Plato's Republic

by Plato
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What are Plato's grounds for his attack on poetry in Plato's Republic?

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Strictly speaking, Plato is not against all forms of poetry. He has no problem with poetry that encourages people to be pious and patriotic and to act morally. But all other forms of poetry in Plato's ideal city-state are to be rejected, along with any other art that doesn't lead...

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Strictly speaking, Plato is not against all forms of poetry. He has no problem with poetry that encourages people to be pious and patriotic and to act morally. But all other forms of poetry in Plato's ideal city-state are to be rejected, along with any other art that doesn't lead citizens towards leading moral lives.

The main reason for this is to be found in Plato's somewhat restricted view of art. Plato regards art as essentially mimetic. This means that art, whether it's a painting, a poem, or a piece of music, copies nature. As nature, for Plato, is itself a copy of what is ultimately real, art, on his terms, is a copy of a copy, and therefore two removes from reality.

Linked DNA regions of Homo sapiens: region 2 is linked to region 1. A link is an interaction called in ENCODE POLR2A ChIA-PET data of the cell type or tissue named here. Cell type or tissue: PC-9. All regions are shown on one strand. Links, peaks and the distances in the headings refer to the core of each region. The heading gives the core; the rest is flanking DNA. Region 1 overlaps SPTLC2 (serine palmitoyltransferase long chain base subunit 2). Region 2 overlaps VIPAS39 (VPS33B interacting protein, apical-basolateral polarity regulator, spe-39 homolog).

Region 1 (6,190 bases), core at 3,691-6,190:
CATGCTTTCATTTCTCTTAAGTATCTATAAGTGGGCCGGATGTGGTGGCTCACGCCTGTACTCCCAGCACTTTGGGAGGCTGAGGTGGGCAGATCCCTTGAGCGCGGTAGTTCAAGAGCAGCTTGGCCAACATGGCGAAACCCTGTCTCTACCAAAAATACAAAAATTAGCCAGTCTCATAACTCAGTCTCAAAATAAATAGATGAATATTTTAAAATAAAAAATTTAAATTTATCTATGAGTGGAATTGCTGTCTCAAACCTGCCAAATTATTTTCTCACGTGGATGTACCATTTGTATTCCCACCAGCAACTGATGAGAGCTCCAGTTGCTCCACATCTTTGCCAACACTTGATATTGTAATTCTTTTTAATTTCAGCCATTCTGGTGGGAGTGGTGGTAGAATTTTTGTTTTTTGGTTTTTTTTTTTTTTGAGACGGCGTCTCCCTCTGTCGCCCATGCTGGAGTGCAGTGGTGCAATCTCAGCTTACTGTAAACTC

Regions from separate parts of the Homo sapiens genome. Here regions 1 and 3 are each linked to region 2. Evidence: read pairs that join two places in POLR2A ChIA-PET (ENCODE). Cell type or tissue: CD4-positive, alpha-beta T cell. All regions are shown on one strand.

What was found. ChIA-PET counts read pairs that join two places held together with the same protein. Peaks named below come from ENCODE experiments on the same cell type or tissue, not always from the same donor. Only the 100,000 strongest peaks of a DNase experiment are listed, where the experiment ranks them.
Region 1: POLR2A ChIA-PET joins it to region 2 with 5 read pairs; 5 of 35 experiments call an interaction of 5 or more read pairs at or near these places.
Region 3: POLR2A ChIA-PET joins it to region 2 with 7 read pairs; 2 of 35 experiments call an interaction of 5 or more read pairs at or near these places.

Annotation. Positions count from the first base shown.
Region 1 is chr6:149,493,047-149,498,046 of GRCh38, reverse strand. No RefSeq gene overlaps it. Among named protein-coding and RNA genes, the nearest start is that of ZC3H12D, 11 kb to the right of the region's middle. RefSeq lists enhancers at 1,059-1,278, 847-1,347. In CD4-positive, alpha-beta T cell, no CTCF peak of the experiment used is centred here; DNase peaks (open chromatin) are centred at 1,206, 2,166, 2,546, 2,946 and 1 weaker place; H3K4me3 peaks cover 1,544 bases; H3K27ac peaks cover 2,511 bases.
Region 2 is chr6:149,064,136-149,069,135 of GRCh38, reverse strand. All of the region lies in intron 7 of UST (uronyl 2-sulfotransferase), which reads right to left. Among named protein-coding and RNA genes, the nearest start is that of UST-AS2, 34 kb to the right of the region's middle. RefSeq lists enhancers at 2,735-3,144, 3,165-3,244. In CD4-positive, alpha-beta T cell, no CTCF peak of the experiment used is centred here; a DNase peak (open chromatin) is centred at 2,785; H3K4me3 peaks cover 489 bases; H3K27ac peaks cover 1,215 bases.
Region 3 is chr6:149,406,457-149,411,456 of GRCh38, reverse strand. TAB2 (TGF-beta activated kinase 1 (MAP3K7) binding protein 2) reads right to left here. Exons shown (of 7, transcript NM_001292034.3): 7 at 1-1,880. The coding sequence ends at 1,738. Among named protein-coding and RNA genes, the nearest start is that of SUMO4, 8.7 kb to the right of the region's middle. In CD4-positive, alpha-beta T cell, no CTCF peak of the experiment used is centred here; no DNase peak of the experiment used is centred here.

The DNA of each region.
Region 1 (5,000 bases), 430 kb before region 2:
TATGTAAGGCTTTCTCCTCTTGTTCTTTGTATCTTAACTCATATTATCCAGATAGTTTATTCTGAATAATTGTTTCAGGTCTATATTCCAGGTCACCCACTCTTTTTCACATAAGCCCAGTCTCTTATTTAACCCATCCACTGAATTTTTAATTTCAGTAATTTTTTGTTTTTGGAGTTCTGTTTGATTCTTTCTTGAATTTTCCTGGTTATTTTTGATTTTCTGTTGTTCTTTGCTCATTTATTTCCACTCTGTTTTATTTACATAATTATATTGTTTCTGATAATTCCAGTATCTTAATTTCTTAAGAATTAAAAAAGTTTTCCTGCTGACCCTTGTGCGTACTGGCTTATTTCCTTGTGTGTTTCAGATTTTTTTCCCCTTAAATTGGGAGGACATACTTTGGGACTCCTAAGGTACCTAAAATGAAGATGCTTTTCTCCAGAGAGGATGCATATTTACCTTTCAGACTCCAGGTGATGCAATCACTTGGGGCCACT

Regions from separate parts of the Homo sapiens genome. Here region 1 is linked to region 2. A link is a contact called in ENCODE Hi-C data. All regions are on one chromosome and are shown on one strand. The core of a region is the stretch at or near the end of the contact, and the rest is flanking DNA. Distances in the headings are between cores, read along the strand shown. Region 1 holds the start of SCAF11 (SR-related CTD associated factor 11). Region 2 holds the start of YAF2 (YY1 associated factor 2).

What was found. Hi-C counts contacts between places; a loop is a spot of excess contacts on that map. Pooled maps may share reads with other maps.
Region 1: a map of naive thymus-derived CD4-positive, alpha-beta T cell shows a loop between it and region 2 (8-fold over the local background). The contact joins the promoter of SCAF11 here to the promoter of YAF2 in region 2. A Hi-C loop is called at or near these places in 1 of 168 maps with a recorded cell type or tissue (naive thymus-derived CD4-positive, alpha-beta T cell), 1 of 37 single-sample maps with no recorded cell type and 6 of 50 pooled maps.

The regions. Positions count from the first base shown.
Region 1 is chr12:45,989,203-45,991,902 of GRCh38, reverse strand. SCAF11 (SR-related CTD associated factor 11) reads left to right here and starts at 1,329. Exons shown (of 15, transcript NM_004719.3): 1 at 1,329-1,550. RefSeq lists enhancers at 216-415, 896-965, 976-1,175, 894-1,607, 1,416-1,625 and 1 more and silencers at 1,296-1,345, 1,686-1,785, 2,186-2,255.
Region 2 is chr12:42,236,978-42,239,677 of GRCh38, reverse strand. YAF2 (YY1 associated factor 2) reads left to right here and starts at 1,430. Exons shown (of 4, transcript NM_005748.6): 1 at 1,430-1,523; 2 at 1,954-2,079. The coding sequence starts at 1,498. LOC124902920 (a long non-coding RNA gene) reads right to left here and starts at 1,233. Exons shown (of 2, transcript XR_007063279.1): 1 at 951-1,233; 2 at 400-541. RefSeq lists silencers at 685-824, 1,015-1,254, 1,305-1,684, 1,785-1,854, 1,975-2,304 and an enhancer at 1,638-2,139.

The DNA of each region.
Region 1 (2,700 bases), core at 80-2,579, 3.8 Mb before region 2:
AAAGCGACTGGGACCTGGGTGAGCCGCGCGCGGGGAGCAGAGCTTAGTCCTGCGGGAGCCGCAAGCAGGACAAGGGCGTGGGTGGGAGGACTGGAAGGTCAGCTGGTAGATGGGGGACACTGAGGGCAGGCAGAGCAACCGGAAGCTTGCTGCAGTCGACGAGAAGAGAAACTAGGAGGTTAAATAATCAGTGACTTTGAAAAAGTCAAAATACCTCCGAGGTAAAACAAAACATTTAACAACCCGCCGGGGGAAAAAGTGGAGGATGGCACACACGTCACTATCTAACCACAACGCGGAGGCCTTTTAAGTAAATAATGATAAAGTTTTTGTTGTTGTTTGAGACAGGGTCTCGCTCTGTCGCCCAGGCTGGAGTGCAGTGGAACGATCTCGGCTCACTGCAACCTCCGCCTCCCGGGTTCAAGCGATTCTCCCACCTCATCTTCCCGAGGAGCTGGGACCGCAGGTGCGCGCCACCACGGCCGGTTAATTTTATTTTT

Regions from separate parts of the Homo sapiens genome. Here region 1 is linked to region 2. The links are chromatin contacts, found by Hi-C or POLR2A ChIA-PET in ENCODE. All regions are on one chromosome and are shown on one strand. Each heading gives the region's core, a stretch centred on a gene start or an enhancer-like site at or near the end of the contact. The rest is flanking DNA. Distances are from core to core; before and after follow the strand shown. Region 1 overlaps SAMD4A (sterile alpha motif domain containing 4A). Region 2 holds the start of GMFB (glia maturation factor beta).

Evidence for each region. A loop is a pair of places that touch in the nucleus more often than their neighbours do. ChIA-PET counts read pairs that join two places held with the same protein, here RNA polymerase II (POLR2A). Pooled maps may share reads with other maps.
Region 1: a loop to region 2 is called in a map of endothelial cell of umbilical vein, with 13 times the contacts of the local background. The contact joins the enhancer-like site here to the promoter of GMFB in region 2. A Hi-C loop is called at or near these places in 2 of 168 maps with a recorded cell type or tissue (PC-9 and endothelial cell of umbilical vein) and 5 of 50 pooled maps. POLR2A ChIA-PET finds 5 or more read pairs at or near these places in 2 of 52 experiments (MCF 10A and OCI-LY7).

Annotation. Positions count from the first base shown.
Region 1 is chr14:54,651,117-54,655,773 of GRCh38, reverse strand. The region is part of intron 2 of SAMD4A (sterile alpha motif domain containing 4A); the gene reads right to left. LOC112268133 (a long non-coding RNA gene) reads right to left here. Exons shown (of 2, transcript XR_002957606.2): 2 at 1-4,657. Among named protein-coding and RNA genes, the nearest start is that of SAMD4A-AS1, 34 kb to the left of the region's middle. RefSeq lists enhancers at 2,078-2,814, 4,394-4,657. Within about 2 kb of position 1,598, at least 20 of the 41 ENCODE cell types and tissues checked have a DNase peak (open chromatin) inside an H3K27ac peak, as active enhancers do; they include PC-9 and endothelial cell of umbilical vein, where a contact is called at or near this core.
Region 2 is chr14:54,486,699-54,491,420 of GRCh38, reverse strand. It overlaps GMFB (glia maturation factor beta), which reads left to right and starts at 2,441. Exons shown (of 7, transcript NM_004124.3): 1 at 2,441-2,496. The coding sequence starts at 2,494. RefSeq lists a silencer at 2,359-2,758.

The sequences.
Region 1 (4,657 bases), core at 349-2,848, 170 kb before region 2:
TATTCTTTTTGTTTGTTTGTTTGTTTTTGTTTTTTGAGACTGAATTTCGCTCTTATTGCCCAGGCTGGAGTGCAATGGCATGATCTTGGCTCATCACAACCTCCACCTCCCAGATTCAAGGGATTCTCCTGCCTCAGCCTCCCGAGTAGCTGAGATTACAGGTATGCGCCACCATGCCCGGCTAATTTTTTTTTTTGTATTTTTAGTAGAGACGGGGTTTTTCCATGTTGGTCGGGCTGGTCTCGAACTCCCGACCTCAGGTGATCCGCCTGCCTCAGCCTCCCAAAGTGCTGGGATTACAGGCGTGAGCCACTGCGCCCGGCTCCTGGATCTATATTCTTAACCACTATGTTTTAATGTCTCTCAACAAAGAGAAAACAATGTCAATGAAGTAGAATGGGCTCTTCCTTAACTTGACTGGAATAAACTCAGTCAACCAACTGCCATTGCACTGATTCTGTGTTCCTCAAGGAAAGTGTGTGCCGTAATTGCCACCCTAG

In Plato's philosophy, ultimate reality isn't found in the world around us, the world of objects; it's found in the Forms, which are abstract, unchanging concepts such as Beauty, Truth, and Goodness, of which the natural world is but a shadow. Plato, with his mimetic understanding of art, sees most forms of poetry as dangerous as they lead us further away from the ultimate truth as manifested in the Forms and keep us firmly in the shadows of ignorance.

Furthermore, poems can undermine traditional religion. For instance, Plato accuses Homer of presenting the gods in his epic poems The Odyssey and The Iliad as, among other things, greedy, lustful, and vindictive. Plato regards such a portrayal as dangerous as it undermines respect for the immortals. If there is to be poetry, then it must be tightly controlled by the state to ensure that it strengthens piety and conduces to correct behavior among the general population.

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